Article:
Not too long ago, an Anime Fest hosted by Paradigm Mall, PJ caused massive traffic congestion on the LDP. Guests inside the mall had people navigating shoulder-to-shoulder at a snail’s pace.
Such a large number of fans presents the demand for the anime and manga subculture in this country.
Couple that with the 40th anniversary of Malaysia’s Look East Policy, and you get a Japanese illustration and manga college breaking ground in Bandar Sunway, Selangor.
Enrolments are currently open and classes are set to begin this September 5.
Bridging the borders
The Nippon Designers School Malaysia College (NDS) is said to be the first Japanese-based creative college to open in Malaysia.
Launched in June 2022, it will feature a practical curriculum incorporating Malaysian and Japanese cultures. This is in addition to the training in manga, illustration, animation, and other creative disciplines.
For example, Japanese language and cultural classes will be offered in the school, as the team believes that learning about them can lead to new creativity.
“In addition, a deeper understanding of these aspects of manga and anime will help students to develop their skills more effectively,” said NDS Malaysia’s representative, Kai Yamashita (KY).
Since we were unfamiliar with how manga production techniques differ from conventional illustration and animation ones already offered in a few Malaysian colleges, KY took the liberty to explain.
“Unlike illustrations, which convey a visual impression with a single image, and animations, which are created by several people working together, manga is sometimes like a film that is created by the creator alone,” he noted.
“It requires drawing skills and the ability to express how to convey to others the story that is spread out in the individual’s imagination. This is why the interesting thing about the art of comics is that unexpected stories can emerge.”
Transferring to The Land of the Rising Sun
Hailing from Shibuya, Japan in 1965, NDS also has a sister school in Kyushu, Japan, with a total of 35,000 graduates.
Some notable projects graduates have been involved in include the Pazudora TV series, Zekkaku Gakkyu, and the Kotaro Lives Alone manga series that’s currently on Netflix, amongst others.
Students who are part of NDS Malaysia’s course will get the opportunity to study in Japan via exchange programmes, study trips, and art exhibitions.
Transfer decisions will be based on the credits students have earned and on the coordination of credits with sister schools in Japan.
“Even if students do not transfer and are still enroled in the Malaysian school, they can receive employment support from the sister school in Japan, and depending on their achievements and abilities, there is a possibility of employment in a Japanese company,” elaborated KY.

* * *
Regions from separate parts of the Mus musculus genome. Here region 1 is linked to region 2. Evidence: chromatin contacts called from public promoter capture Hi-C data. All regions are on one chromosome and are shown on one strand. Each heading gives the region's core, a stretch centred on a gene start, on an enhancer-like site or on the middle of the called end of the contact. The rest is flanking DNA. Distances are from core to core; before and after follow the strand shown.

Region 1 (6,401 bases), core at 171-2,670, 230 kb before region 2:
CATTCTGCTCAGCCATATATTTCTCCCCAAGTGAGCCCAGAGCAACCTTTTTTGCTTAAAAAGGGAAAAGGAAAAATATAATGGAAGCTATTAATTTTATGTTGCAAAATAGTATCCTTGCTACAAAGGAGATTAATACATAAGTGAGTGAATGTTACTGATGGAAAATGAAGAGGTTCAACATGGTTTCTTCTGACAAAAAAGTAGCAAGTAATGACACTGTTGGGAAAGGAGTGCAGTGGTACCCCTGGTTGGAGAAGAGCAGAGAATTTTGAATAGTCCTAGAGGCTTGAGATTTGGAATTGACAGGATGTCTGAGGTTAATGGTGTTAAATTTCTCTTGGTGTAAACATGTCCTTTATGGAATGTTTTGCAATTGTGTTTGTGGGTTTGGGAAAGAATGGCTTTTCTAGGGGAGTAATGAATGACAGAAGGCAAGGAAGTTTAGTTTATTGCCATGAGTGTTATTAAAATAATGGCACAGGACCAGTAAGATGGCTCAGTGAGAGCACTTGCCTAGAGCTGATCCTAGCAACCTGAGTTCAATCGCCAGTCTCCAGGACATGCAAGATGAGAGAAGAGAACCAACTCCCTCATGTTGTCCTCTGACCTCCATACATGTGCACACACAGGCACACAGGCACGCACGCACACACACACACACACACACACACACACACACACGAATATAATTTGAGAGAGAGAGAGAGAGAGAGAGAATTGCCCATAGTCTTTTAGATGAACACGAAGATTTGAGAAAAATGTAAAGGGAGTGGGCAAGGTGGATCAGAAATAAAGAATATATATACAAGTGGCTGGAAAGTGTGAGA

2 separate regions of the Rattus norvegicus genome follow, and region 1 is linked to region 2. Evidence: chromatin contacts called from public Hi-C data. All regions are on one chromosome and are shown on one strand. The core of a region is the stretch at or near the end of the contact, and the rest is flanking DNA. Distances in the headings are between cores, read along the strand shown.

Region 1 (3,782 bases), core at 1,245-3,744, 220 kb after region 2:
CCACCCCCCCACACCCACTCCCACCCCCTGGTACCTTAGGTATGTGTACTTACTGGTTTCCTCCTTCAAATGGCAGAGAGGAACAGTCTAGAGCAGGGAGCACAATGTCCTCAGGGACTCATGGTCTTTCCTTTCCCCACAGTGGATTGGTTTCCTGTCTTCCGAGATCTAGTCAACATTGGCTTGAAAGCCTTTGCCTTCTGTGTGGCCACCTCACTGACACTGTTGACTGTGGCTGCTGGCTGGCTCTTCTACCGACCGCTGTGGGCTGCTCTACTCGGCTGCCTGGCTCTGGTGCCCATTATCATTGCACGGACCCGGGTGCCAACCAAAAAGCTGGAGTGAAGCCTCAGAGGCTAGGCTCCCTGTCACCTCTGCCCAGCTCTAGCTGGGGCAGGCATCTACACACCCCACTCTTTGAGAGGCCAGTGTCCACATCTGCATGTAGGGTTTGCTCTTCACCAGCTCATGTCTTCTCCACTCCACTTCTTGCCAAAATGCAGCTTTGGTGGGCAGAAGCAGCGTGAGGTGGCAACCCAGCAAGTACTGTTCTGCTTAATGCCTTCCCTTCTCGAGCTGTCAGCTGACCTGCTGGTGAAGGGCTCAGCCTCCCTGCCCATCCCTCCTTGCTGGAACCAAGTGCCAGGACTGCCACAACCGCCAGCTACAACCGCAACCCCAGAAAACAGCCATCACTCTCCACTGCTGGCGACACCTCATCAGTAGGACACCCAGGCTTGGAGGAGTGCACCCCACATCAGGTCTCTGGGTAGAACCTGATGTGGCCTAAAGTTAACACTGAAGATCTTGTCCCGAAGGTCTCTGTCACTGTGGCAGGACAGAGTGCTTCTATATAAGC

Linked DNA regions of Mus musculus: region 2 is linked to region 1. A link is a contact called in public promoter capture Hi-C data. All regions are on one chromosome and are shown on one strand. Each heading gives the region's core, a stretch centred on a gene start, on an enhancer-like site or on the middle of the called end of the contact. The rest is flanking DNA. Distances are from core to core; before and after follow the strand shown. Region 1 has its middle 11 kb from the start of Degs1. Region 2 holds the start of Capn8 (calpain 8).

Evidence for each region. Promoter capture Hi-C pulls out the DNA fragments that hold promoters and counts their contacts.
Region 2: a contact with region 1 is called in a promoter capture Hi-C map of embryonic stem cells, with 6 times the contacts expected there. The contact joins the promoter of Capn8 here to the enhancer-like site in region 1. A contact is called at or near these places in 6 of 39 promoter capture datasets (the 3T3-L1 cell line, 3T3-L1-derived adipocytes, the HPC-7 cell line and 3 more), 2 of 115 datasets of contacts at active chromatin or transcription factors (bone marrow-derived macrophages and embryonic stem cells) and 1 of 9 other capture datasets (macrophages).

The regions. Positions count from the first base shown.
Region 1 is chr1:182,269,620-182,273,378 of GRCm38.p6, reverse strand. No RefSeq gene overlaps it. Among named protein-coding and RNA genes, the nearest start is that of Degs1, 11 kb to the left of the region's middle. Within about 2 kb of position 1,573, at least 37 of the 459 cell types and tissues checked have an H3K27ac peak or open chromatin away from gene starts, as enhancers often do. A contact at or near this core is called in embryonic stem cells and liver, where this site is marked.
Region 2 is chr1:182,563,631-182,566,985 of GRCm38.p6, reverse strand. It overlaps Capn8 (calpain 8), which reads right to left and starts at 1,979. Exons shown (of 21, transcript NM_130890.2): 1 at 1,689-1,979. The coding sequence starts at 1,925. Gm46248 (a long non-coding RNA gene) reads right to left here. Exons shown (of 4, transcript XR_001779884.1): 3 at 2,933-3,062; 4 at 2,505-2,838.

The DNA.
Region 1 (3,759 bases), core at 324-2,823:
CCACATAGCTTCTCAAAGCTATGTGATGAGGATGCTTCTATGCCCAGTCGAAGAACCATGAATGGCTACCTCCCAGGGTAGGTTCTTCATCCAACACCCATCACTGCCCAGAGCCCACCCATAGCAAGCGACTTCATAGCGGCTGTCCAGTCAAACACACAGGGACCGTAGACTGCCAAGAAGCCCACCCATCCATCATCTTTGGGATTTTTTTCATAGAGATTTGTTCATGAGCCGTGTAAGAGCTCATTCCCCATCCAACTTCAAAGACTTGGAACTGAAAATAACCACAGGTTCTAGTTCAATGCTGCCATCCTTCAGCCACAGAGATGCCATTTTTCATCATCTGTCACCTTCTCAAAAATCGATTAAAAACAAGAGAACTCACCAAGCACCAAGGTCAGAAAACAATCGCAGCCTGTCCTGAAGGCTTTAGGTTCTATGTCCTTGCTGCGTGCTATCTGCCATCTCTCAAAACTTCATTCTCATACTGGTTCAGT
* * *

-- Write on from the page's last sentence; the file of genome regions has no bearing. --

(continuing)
Calling for Malaysian students
A two-year and seven-month Diploma in Manga Illustration is currently NDS Malaysia’s only course available for now. Speaking to Vulcan Post, KY shared that the school will consider opening more as needed, such as a 3D animation department.
NDS Malaysia is targeting 80 students to be a part of its first intake and graduates batch. Setting up the college close to Monash and Sunway University is one way the school hopes to approach its target group.
In addition, NDS Malaysia will run trial classes, workshops, information sessions, and individual consultations along with school tours to help convince students to enrol.
Seeing that the latest digital illustration devices and established Japanese lecturers are involved in the programme, I figured that the course fees for the Diploma in Manga Illustration would be hefty.
KY shared that tuition fees are set at RM68,700 for the entire programme. In justifying the price, he said that the college has had over 50 years of experience in Japan and many connections in the art industry.
Not to mention, there will also be events such as special workshops with famous creators in the curriculum, hence the price range of the programme.
Of course, scholarships will be offered in partnership with JAGAM, an organisation in Malaysia that supports students studying in Japan. Five students will be selected for a full tuition fee waiver, and another five for a first-year tuition fee waiver.
The screening system will consist of a three-stage screening of documents, artwork, and an interview.
Convincing parents of a career in arts
Although Malaysians are starting to embrace the arts as a viable career, there are parents who are still hesitant to send their children to such a specialised programme as manga illustration.
KY agreed, adding that the team has been alleviating such concerns by carefully explaining the possibilities of such skills and the different jobs available during consultations with parents.
“We also explain to them that they will receive full employment support not only from NDS Malaysia, but also from our partner companies, our advisor, the president of the Malaysian Cartoonists Association, and our sister schools in Japan, so that the parents are fully convinced before they enrol their children,” KY acknowledged.
But say a student doesn’t get to pursue their dream career in Japan creating manga and anime for a studio.
What potential then does the Malaysian creative market have in fostering these graduates from NDS with such specialised knowledge and skills in manga production?
KY pointed out that while manga and animation skills are used in numerous industries in Japan, they may still be rare in Malaysia.
However, that could simply be because there have been few prior programmes to easily hone these skills locally, so NDS’ launch might be the catalyst to create change in Malaysia’s creative industry.
- Learn more about the Nippon Designers School Malaysia College here.
- Read other education-related articles we’ve written here.
Featured Image Credit: Nippon Designers School Malaysia College